Wednesday, 1 February 2012

The Goodwin Fall

There has been an interesting rally to the side of ex-knight Fred Goodwin. I spent a little while in argument with a fellow writer on Twitter who was upset by what she considered the brutal vindictiveness of his accusers. And there is some sympathy for this view. Martin Rowson in The Guardian sees him as a scapegoat for the bankers and the Tories. To say, well he would, is not to say he is wrong, it's just, however brilliantly drawn as ever, that it is a kind of obligatory gesture.

The other words that come up are savage, sadistic, bitter mob, nasty, pointless, vilified, blood lust, humiliation.

The idea is that Goodwin is taking the can for everyone else who gets off blameless; that it's not him, but 'everyone' and 'the system', because 'even the rich have feelings'.

Yes, I think, but so have the poor, of whom there are very many more, many of whom are now poorer, some directly as a result of Goodwin's actions. Goodwin remains rich, secure and, no doubt employable. This little local difficulty will pass for him. It will not pass quite so easily for the jobless and dispossessed. These people will not be featuring on the news and front pages except as statistics. There will be no expression of sympathy for them because they have feelings too.

In other words I am indifferent as to the fate of Goodwin, not delirious with happiness, not dancing on the grave of his knighthood, just indifferent.

Because he is not simply himself. He is part of an ethos - a culture - that is disgraceful in itself, and however pragmatists might feel about it being, on the whole, better that some people should be very rich ('filthy rich' as Mandelson had it) in order that the poor should, as a by-product, be slightly better off than they might possibly have been otherwise, the culture remains ugly and, in the long run, deeply corrosive.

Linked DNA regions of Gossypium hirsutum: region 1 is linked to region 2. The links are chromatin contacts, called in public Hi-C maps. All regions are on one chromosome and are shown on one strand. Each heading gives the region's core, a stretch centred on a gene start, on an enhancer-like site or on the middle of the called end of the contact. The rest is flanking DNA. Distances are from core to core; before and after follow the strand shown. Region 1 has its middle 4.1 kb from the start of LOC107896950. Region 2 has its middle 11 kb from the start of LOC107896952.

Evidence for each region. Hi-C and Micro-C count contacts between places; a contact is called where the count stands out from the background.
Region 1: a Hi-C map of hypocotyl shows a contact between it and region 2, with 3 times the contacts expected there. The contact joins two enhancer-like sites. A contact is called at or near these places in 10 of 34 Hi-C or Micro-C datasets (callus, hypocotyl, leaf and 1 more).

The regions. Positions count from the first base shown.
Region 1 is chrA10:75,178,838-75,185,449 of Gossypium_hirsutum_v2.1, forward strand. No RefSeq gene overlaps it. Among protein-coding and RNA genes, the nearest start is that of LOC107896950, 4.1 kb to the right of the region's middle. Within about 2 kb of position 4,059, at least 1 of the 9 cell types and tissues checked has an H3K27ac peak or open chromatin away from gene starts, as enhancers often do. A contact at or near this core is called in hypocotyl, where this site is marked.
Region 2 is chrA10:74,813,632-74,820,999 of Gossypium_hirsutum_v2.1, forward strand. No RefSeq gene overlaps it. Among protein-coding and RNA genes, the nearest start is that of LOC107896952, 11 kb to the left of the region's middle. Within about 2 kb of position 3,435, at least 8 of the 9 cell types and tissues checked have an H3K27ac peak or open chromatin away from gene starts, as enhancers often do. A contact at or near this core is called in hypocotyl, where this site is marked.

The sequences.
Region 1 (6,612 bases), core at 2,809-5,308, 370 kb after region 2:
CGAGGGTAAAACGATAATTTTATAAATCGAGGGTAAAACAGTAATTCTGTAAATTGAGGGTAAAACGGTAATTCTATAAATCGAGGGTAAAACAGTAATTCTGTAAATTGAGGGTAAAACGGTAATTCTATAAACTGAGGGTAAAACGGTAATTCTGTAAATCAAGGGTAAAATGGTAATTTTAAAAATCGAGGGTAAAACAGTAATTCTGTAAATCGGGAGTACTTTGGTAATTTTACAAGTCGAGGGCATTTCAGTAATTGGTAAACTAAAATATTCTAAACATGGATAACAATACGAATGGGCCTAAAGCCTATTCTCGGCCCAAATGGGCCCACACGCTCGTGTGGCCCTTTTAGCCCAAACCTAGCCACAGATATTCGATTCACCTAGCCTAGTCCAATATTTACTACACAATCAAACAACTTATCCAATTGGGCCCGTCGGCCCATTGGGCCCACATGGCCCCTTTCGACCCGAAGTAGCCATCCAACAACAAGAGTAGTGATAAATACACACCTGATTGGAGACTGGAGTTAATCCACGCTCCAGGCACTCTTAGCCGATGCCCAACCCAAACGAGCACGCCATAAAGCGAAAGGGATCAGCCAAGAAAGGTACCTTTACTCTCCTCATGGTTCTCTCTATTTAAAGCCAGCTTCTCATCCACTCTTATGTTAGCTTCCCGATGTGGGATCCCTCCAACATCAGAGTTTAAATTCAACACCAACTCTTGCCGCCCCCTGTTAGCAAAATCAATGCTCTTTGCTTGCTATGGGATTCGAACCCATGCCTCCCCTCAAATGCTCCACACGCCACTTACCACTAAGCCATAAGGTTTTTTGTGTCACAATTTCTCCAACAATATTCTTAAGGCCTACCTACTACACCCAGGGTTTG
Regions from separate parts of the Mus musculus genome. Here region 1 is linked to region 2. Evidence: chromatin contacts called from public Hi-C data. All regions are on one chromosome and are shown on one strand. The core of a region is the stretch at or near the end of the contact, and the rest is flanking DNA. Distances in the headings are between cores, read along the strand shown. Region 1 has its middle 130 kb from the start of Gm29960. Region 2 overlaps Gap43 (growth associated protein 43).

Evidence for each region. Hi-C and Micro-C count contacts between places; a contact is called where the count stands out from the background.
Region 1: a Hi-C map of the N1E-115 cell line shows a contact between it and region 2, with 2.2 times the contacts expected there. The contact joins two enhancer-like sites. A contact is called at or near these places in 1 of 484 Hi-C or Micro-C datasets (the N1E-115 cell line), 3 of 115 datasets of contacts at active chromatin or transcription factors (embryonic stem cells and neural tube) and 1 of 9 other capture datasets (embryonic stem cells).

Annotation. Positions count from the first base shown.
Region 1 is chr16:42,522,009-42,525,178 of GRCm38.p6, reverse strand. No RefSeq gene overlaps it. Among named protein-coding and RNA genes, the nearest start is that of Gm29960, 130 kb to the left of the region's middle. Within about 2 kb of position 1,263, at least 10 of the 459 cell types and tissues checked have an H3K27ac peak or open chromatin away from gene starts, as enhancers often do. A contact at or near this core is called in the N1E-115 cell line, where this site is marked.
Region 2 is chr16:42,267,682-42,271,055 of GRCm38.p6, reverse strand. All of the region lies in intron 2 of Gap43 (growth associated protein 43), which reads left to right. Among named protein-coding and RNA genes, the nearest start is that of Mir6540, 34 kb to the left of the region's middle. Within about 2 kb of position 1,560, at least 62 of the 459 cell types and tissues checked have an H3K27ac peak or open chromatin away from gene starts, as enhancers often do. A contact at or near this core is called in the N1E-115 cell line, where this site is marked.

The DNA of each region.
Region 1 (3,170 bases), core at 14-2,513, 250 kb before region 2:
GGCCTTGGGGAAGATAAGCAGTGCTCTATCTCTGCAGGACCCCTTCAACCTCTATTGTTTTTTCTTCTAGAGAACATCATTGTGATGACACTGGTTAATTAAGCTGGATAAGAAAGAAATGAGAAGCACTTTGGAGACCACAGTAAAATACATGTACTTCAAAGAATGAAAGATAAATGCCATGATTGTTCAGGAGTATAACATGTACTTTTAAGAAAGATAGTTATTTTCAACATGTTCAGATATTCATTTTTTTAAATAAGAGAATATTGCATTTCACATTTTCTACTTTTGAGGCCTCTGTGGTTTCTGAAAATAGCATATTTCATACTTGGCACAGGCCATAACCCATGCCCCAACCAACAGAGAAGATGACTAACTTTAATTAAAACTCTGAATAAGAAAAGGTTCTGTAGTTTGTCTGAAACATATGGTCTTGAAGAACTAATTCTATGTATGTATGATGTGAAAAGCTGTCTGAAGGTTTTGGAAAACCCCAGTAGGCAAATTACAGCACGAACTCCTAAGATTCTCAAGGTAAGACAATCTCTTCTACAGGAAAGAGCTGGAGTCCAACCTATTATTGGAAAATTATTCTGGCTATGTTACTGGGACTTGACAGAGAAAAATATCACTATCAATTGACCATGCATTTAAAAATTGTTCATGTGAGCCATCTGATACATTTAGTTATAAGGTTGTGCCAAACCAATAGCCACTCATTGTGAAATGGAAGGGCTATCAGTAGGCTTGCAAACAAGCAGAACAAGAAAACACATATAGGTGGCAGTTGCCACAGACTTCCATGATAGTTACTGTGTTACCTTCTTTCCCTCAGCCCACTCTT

You are, of course, welcome to blame 'the system' though that seems to trip off the tongue rather too easily, especially if you don't explain what aspect of the system you mean and what you might be able or willing to do about it. You might well mean capitalism as a whole, in which case you ought to take the suggestion very seriously indeed. Do you mean all historical forms of capitalism or just this latest twenty- or thirty-year old model? Will you plump for another 'system', and if so which one? If you do plump for one are you willing seriously to argue for it, plan it and work for it? The old state-socialism model has not been out of the garage much since, well, 1973 say. The model pre-1989 wasn't really an option, that was the falling apart of what had remained of the 1973 model. Chinese communism is not a workable model here either, without the resources, the population, the distances, and the arbitrary application of power by the state as and when it suits it. Cuba? Venezuela? North Korea? Unlikely right now.

The only live viable alternative option, popular in Africa and the Gulf, is militant Islamism. That's clear enough as a model and plenty of people are choosing it where they are choosing it, but, honestly, I can't see it being introduced in Skegness or Warmington-on-Sea next week, not even by a popular man like Alex Salmond, who now regrets backing Goodwin.